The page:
The first silent movie to take home a Best Picture Oscar is William Wellman's Wings (1927) a monumental achievement by any standard of cinematic storytelling. While time and technologies have undoubtedly changed the screenplay by Hope Loring and Louis D. Lighton remains as exhilarating as ever: ditto for the effervescent acting of Buddy Rogers, Richard Arlen, and then 'IT' girl, Clara Bow. Paramount Pictures really put its best foot forward on this last feature, made at the tail end of the silent era and the results hold up spectacularly well, even from a very contemporary perspective. Harry Perry's cinematography, that incorporated hand cranked cameras actually bolted to real biplanes flying perilous missions in the sky left me white knuckled and utterly appreciative for not only the cameramen lensing this spectacle but also the actors - all of whom do their own stunt work (most of it, harrowing). Completed on a then monumental budget of $2 million dollars, our story opens in the halcyon days before WWI with a manly rivalry between suitors Jack Powell (Buddy Rogers) and David Armstrong (Richard Arlen) for the affections of town snooty, Sylvia Lewis (Jobyna Ralston) - a girl with big city experience and aspirations to marry well. David comes from the traditionally affluent family. But Jack is the boy next door. Happy circumstance for Jack since the girl next door, Mary Preston (Clara Bow) just happens to be in love with him.
Jack and Mary revamp a beat up car into the roadster they nickname 'The Shooting Star'. Mary tells jack, "You know what to do when you see a shooting star? Kiss the girl you're in love with." But this gives Jack the idea to go see Sylvia instead. Too bad for Jack that Sylvia's heart belongs to David. Learning that the boys have been drafted into the air corp. Sylvia prepares a silver locket with her picture in it for David to carry into battle. She even writes an inscription of love on the back of the photo before inserting it into the locket. Unfortunately, Jack mistakes the locket as a present for him and Sylvia, not having the heart to straighten him out, lets him keep it.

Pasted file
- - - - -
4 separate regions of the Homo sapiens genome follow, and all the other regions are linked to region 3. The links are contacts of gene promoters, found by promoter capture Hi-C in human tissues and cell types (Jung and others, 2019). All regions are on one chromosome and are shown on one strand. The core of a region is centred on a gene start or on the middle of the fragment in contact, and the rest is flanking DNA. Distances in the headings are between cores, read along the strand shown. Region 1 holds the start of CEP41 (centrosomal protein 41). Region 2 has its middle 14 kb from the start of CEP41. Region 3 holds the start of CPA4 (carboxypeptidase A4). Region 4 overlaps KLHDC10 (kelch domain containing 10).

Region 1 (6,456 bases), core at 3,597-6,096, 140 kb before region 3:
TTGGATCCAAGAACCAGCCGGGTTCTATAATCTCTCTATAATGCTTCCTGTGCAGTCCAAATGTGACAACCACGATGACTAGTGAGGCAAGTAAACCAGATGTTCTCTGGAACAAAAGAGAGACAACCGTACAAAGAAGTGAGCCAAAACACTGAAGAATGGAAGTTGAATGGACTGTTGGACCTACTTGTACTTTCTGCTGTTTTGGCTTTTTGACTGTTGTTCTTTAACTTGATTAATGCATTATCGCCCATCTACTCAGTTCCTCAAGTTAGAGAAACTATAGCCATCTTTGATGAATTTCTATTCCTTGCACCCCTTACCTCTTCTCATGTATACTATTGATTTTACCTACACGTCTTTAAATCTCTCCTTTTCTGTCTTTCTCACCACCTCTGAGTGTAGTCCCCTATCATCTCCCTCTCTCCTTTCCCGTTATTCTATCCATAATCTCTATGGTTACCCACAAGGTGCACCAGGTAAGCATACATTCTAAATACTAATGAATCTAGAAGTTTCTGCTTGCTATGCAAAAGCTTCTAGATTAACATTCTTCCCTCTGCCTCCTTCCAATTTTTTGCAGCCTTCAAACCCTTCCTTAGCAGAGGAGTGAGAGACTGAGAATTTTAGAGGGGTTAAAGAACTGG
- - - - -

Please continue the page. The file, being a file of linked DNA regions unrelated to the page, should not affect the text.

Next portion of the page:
During basic training Jack attempts to knock David senseless in a boxing match. But after David refuses to surrender to Jack - despite being badly beaten by him - Jack realizes what a brave man David actually is and the two become the best of friends. Jack and David also meet veteran flyer, Cadet White (Gary Cooper in a star defining role) who is killed during a training exercise at base camp. Jack and David fly, train hard and eventually partake in air raids over enemy lines, wiping out many German pilots during their missions and winning the respect of Lieutenant Cameron (Roscoe Karns). Given furlough in France, Jack takes on with a French chorus girl (Arlette Marchal) at the Moulin Rouge before Mary arrives to rescue him from making a terrible drunken mistake. It seems Mary has joined the Red Cross Ambulance Corp. and just happens to be stationed in France at the same time. Taking Jack back to her room, Mary's superiors learn of their fraternization. Strictly forbidden under army regulations, Mary's association with Jack gets her fired from her job. She is forced to return home while the boy's fight on.
Jack and David come to a parting of the ways after David attempts to save Jack from humiliation by tearing up Sylvia's locket photo before Jack can read her inscription. The boys fly a harrowing mission in which David is downed behind enemy lines. Wounded but still very much alive, he steals a German plane and attempts to fly back to the base. But Jack, mistaking him for an enemy pilot, shoots the plane down. It crashes into a farmhouse and David is killed. Returning home a war hero, Jack is riddled with guilt. David's mother (Julia Swayne Gordon), who vowed to hate Jack for the rest of her life, forgives him instead after Jack returns to her the toy teddy bear David once vowed to carry with him through the battle. Jack rushes home where he is reunited with his parents (George Irving and Hedda Hopper) and later, Mary who reminds him, as they look up and see a shooting star, what he can do with the girl he loves. Having at long last realized how deeply she cares for him, Jack leans Mary into him and kisses her.